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Email: rtp(at)retreadproducts(dot)com

(716) 244-8084

Re-Tread Products, Inc.
P.O.Box 261
Great Valley, NY 14741

Tire Recycling



The need for practical recycled tire products that utilize a large quantity of waste tires while producing a high value product has been a priority of solid waste administrators on the local, national and international level.

Historically, waste tires were stockpiled in landfills causing a multitude of well-documented environmental hazards.


In 2009, the USA generated 298 million new waste tires, 225 million of these tires were ground up (utilizing high energy consuming technologies) in one form or another and then utilized for three major end uses.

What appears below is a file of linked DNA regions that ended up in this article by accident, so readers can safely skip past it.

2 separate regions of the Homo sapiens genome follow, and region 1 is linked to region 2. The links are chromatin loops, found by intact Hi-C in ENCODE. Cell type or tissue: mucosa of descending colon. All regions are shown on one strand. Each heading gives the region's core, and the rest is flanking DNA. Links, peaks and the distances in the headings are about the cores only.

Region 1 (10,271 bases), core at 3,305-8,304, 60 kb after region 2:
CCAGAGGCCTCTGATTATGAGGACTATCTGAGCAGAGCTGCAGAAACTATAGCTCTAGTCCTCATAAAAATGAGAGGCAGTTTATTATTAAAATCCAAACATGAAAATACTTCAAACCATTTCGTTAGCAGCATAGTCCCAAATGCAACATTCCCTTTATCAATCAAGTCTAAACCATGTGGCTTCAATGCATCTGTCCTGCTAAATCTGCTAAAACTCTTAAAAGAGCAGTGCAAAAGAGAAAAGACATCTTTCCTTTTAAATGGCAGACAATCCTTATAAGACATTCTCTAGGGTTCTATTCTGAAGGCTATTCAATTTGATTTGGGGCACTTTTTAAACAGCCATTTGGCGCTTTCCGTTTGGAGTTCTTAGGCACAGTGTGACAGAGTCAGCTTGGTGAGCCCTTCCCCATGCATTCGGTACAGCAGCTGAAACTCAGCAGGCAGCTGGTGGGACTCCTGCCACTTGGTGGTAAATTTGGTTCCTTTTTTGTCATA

1) 145 million were used as Tire Derived Fuel.

2) 50 million were used as Crumb Rubber.

3) 30 million were buried for disposal, as well as used as fill for various civil engineering projects.


* 12 million tires were exported to other countries, 1.7 million used for agriculture and other miscellaneous uses and the remaining 59.3 million tires were unaccounted for.

The EPA’s Scrap Tire Workgroup contributes to the overall goals of The Resource Conservation Challenge (RCC) is a national effort to conserve natural resources and energy by managing materials more efficiently.

The EPA’s Scrap Tire Workgroup committees’ efforts are directed towards: